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News > World

Pope Francis Visits Arabia, Promotes Tolerance with Muslims

  • Pope Francis meets Qatari Chairman of the National Human Rights Committee (NHRC) Ali Bin Samikh al Marri, during an audience at the Vatican January 31, 2019.

    Pope Francis meets Qatari Chairman of the National Human Rights Committee (NHRC) Ali Bin Samikh al Marri, during an audience at the Vatican January 31, 2019. | Photo: Reuters

Published 31 January 2019

Francis has made boosting ties between Christianity and Islam a cornerstone of his papacy.

When Francis becomes the first pope to visit the Arabian peninsula on Sunday, he takes another important step in his efforts to build bridges with Islam and confirms interreligious dialogue as a keystone of his papacy.

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Pope Francis said he was looking to write a new page in relations between religions with his visit to the United Arab Emirates.

In the long, complicated and often bloody history of papal relations with the Muslim world, Argentine pontiff Jorge Bergoglio stands out for his fraternal language and broader desire to reach out across religious divides.

"I am happy... to write on your dear land a new page in the relations between religions, confirming that we are brothers although different," he said in a video message to the Emirati people released Thursday.

"Pope Francis is different from his predecessor Benedict XVI because he prefers interpersonal encounters to theological subtleties," said Valentino Cottini who teaches Islamic-Christian relations at the Pontifical Institute of Arab and Islamic Studies (PISAI) in Rome.

Retired German Pope Benedict XVI, a theologian, spoke the most about Islam, giving 188 speeches on the subject.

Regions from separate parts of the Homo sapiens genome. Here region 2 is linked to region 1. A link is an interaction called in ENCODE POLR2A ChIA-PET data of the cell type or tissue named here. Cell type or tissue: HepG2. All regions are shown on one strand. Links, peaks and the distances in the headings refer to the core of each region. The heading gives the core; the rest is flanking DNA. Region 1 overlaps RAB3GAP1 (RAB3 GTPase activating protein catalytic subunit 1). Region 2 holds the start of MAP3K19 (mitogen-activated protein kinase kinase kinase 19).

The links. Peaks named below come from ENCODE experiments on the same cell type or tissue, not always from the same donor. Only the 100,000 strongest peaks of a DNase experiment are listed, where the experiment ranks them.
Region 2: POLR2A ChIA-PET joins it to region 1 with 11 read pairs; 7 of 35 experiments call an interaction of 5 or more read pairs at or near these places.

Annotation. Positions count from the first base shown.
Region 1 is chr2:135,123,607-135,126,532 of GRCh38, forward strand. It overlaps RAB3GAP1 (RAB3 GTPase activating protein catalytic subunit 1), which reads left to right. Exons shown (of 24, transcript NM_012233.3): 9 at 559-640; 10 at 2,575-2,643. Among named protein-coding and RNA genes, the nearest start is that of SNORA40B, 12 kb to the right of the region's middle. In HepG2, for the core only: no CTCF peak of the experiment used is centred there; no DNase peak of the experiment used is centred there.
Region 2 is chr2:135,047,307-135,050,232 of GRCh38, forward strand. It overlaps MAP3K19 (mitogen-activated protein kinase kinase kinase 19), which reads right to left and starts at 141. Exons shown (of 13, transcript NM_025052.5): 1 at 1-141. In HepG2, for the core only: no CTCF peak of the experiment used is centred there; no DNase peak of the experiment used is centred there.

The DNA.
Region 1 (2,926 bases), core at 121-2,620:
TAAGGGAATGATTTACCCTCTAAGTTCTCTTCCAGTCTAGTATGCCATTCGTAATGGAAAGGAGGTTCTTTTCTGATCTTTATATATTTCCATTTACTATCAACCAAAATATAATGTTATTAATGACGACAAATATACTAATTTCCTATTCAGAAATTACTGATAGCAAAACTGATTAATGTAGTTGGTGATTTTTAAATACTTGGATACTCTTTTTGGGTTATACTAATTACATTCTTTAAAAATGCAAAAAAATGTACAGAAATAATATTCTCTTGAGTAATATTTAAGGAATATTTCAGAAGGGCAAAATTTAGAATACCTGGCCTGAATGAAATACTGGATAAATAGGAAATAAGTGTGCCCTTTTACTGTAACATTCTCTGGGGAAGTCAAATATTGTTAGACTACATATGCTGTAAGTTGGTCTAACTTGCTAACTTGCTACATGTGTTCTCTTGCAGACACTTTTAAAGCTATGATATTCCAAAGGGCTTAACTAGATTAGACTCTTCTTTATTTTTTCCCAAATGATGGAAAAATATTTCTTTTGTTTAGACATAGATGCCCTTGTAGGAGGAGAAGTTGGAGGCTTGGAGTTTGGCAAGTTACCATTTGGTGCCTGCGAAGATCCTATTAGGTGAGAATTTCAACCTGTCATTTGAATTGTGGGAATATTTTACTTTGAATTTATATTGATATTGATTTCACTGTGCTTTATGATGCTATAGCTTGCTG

But years of glacial relations followed his decision to quote a XIVth century Byzantine emperor who spoke of "the evil and inhuman things" brought by Prophet Mohammed.

He insisted the comment during a 2006 speech at Regensburg in Germany did not reflect his own views, but the damage was done and street protests erupted in the Muslim world.

Pope Francis, however, avoids analyzing the Koran.

His constant appeals for refugees to be welcomed, many of whom are Muslim, have helped win him support from the community, just as when he brought three Muslim families back on the papal plane from the Greek island of Lesbos.

In 2016 and 2017 the spiritual leader of the world's 1.3 billion Catholics met with the imam of Cairo's Al-Azhar University, Sunni Islam's highest body, Sheikh Ahmed al-Tayeb.

Tayeb, an Islamic philosophy lecturer critical of jihadists who draw inspiration from hardline salafism, will again meet with the pope on Monday in the United Arab Emirates for an international interreligious meeting.

"It's either dialogue or war. We're condemned to dialogue," French Cardinal Jean-Louis Tauran said frequently during his time at the Pontifical Council for Interreligious Dialogue.

Tauran, who died last year, said that the fact there was any dialogue at all was an enormous achievement.

But he also feared that dialogue would be limited to "little steps at the level of the elites, which don't turn into laws, don't reach the street."

Pope Francis has insisted that "the dialogue is moving forwards", but also said Muslims should look at the Koran in a more interpretive way.

But, notes Christian-Islamic expert Cottini: "We have more freedom of interpretation of the founding texts of Christianity because the status of the word of God in the Bible is not the same as in the Koran, which Muslims consider the literal word of God."

Pope Francis takes great care not to use the word "Islamist" when an attack is carried out in the name of Islam, preferring to use "terrorist."

In 2014, he called for Muslim political and religious leaders as well as academics unambiguously to condemn terrorism, a source of Islamophobia. He also puts Christian, Jewish and Muslim fundamentalisms on the same level — they are all "deviations."

In 2016 Francis declined to "associate Islam with violence" when asked about the murder of French priest Jacques Hamel by two jihadists.

In the wake of the attack, he said that "the world is at war" but argued that religion was not the cause. "When I speak of war I speak of wars over interests, money, resources, not religion. All religions want peace, it's the others who want war."

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